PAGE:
• Why thank you, Amelia. I’m glad you liked it. I have to tell you that I cried off and on while I was writing it because it was such a cherished time in my life. How I’d love to walk down that sidewalk and find uncle in his “doghouse” again and then to climb the stairs to be offered one of the three yummy “extra” pieces of buttery toast Auntie always seemed to have leftover from breakfast. Every now and then I have to chuckle now knowing that those 3 pieces of toast were no happenstance. What a time that was!!! Blessings, Natalie


      • Yes, indeed, happy families do leave us a heritage of precious and lasting memories. I’m go glad you have a warm, caring family around you too, Amelia. All the people who were a part of that world I wrote about are gone now except for my two sisters and I. My daughter just turned 41 on the 12th of this month and I will be 71 tomorrow. My hope is that James and I have given and are still giving her and her children memories they will cherish too. Blessings, Natalie


  2. What a wonderful description of your early appreciation for God’s creation, Natalie. I love the picture of you and your sisters–it looks like photos of me and my three younger sisters! Blessings! Laura


    • Thanks, Laura, I’m so glad you liked it. My youngest sister and I just finished a memory book that started with our great grandparents and ended with our 3 marriages. We had so much fun reminiscing and working with these old photos. That’s what made me think to write about part of it on my blog. I actually cried off and one while we worked on the book and this post because those are such sweet memories, and how I’d love just one of more day in the place. Blessings, Natalie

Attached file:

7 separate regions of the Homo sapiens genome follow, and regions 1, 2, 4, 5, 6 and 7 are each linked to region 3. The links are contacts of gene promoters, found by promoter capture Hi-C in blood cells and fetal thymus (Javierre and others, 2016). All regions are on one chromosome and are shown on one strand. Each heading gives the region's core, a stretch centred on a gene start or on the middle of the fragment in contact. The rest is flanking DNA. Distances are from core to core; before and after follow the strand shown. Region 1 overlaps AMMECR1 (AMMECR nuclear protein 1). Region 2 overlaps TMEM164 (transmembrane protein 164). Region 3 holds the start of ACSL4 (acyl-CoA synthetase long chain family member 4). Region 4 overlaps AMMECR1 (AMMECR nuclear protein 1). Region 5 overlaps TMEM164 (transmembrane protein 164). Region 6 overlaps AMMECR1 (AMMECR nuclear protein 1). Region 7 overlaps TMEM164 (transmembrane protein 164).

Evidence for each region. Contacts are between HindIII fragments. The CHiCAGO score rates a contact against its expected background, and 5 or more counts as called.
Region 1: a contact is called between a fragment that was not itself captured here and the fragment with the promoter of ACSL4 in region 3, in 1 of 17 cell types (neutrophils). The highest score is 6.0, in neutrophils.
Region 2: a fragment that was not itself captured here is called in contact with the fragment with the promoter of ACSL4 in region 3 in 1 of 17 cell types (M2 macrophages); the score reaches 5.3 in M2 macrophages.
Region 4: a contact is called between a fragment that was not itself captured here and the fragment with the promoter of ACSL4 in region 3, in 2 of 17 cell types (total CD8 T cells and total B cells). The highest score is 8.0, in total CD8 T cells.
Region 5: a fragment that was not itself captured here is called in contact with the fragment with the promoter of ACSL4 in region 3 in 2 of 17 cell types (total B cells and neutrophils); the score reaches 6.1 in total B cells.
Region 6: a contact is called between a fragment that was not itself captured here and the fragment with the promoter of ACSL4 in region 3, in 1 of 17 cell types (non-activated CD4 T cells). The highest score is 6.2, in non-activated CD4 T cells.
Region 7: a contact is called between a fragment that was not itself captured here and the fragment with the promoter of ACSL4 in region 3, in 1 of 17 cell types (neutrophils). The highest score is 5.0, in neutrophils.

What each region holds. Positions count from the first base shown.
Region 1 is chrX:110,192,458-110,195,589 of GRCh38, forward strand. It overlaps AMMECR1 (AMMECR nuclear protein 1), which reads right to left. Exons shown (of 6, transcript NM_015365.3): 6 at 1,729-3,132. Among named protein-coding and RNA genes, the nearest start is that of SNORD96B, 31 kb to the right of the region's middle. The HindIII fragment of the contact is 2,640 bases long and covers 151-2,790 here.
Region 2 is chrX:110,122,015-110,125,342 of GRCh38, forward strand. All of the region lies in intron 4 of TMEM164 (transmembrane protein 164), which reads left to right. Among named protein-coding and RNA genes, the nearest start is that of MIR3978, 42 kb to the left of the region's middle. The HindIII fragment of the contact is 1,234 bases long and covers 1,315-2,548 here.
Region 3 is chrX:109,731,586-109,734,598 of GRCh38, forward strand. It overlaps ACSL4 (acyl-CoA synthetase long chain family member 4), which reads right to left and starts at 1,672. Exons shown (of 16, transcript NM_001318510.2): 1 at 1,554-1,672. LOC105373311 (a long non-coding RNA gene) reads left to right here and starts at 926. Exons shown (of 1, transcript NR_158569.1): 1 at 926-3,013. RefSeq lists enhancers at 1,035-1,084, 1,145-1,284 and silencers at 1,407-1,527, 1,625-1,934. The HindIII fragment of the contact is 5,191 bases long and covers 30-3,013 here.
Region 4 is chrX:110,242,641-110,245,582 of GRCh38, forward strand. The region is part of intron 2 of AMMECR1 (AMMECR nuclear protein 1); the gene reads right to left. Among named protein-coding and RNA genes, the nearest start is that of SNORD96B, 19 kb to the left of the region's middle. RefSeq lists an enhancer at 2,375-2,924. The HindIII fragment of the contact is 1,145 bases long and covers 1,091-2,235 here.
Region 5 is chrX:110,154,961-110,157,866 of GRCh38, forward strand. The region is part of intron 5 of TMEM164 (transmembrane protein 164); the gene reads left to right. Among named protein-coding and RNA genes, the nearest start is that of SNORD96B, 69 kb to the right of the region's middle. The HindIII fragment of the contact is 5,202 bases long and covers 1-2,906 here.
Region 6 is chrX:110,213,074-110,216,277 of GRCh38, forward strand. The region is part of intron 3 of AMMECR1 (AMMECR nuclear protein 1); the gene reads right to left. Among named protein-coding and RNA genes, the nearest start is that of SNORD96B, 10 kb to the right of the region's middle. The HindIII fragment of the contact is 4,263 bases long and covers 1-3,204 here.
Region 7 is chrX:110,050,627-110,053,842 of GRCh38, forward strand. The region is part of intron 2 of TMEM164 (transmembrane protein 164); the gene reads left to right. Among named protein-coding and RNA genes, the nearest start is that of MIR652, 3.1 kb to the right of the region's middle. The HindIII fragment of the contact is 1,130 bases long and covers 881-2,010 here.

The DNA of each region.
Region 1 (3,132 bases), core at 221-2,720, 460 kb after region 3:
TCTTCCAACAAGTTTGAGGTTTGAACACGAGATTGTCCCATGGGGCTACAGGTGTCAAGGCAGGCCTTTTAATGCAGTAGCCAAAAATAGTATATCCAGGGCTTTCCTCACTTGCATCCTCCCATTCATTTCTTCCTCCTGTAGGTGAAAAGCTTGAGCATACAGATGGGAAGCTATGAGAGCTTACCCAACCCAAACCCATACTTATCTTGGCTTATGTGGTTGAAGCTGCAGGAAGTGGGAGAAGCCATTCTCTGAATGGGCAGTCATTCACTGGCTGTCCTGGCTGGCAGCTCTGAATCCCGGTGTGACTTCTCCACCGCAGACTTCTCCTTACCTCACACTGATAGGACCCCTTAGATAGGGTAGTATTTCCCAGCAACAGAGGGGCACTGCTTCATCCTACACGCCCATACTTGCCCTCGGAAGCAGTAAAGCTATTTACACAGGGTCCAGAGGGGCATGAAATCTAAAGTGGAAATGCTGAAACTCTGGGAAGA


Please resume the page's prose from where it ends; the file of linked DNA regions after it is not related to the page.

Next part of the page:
• Laura, if you’re still online would you do me a huge favor. A new blogger said he tried to open my About page and it wouldn’t open. I checked it an it opened right up, but maybe it’s when others try that it’s not working. So when you get a chance would you go to my blog and try to open the About page? No hurry, I just thought I’d find out if others were having problems with it so I’d know whether or not to contact WordPress. Thanks, Natalie 🙂


  3. How valuable to have such memories and to have had such an uncle, Natalie. I’m also happiest with my hands in the dirt, outside, surrounded by birdsong. Nothing beats this 🙂


    • Yes, Annette, Uncle and Auntie were both extraordinary and memorable people, and we were so blessed to be a part of their lives. And you’re also right about nothing beating being outside and digging in the dirt. We do in fact share that love! Have a great day, my friend. Blessings, Natalie


Leave a Reply

Fill in your details below or click an icon to log in:

WordPress.com Logo

You are commenting using your WordPress.com account. Log Out /  Change )

Google photo

You are commenting using your Google account. Log Out /  Change )

Twitter picture

You are commenting using your Twitter account. Log Out /  Change )

Facebook photo

You are commenting using your Facebook account. Log Out /  Change )

Connecting to %s

This site uses Akismet to reduce spam. Learn how your comment data is processed.